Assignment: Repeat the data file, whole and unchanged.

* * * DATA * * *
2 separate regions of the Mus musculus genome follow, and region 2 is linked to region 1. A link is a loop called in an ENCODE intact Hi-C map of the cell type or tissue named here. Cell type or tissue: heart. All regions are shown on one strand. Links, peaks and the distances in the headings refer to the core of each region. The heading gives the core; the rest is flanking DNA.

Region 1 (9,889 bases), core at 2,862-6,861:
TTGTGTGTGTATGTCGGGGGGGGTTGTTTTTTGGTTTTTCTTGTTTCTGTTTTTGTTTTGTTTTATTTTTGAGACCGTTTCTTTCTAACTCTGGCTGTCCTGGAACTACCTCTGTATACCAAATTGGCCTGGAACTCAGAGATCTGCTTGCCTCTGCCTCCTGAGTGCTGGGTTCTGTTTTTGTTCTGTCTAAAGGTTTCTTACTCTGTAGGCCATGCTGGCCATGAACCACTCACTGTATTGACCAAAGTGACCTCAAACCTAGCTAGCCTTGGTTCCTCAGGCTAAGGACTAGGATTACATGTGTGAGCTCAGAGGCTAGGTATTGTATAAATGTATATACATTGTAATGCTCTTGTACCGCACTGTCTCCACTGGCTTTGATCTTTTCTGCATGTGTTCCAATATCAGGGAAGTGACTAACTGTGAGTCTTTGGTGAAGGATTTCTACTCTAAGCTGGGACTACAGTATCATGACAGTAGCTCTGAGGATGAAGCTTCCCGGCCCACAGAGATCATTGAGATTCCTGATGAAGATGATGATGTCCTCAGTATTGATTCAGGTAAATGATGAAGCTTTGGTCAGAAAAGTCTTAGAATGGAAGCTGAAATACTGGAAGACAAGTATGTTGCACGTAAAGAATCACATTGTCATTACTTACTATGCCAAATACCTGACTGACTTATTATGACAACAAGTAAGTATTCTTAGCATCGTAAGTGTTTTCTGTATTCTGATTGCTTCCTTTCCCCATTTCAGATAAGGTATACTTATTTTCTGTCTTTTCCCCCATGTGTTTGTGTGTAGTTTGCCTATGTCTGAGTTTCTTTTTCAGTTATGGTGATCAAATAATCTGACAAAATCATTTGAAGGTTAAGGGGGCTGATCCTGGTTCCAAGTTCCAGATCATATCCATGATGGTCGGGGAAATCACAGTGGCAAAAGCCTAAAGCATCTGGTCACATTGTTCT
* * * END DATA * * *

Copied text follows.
2 separate regions of the Mus musculus genome follow, and region 2 is linked to region 1. A link is a loop called in an ENCODE intact Hi-C map of the cell type or tissue named here. Cell type or tissue: heart. All regions are shown on one strand. Links, peaks and the distances in the headings refer to the core of each region. The heading gives the core; the rest is flanking DNA.

Region 1 (9,889 bases), core at 2,862-6,861:
TTGTGTGTGTATGTCGGGGGGGGTTGTTTTTTGGTTTTTCTTGTTTCTGTTTTTGTTTTGTTTTATTTTTGAGACCGTTTCTTTCTAACTCTGGCTGTCCTGGAACTACCTCTGTATACCAAATTGGCCTGGAACTCAGAGATCTGCTTGCCTCTGCCTCCTGAGTGCTGGGTTCTGTTTTTGTTCTGTCTAAAGGTTTCTTACTCTGTAGGCCATGCTGGCCATGAACCACTCACTGTATTGACCAAAGTGACCTCAAACCTAGCTAGCCTTGGTTCCTCAGGCTAAGGACTAGGATTACATGTGTGAGCTCAGAGGCTAGGTATTGTATAAATGTATATACATTGTAATGCTCTTGTACCGCACTGTCTCCACTGGCTTTGATCTTTTCTGCATGTGTTCCAATATCAGGGAAGTGACTAACTGTGAGTCTTTGGTGAAGGATTTCTACTCTAAGCTGGGACTACAGTATCATGACAGTAGCTCTGAGGATGAAGCTTCCCGGCCCACAGAGATCATTGAGATTCCTGATGAAGATGATGATGTCCTCAGTATTGATTCAGGTAAATGATGAAGCTTTGGTCAGAAAAGTCTTAGAATGGAAGCTGAAATACTGGAAGACAAGTATGTTGCACGTAAAGAATCACATTGTCATTACTTACTATGCCAAATACCTGACTGACTTATTATGACAACAAGTAAGTATTCTTAGCATCGTAAGTGTTTTCTGTATTCTGATTGCTTCCTTTCCCCATTTCAGATAAGGTATACTTATTTTCTGTCTTTTCCCCCATGTGTTTGTGTGTAGTTTGCCTATGTCTGAGTTTCTTTTTCAGTTATGGTGATCAAATAATCTGACAAAATCATTTGAAGGTTAAGGGGGCTGATCCTGGTTCCAAGTTCCAGATCATATCCATGATGGTCGGGGAAATCACAGTGGCAAAAGCCTAAAGCATCTGGTCACATTGTTCT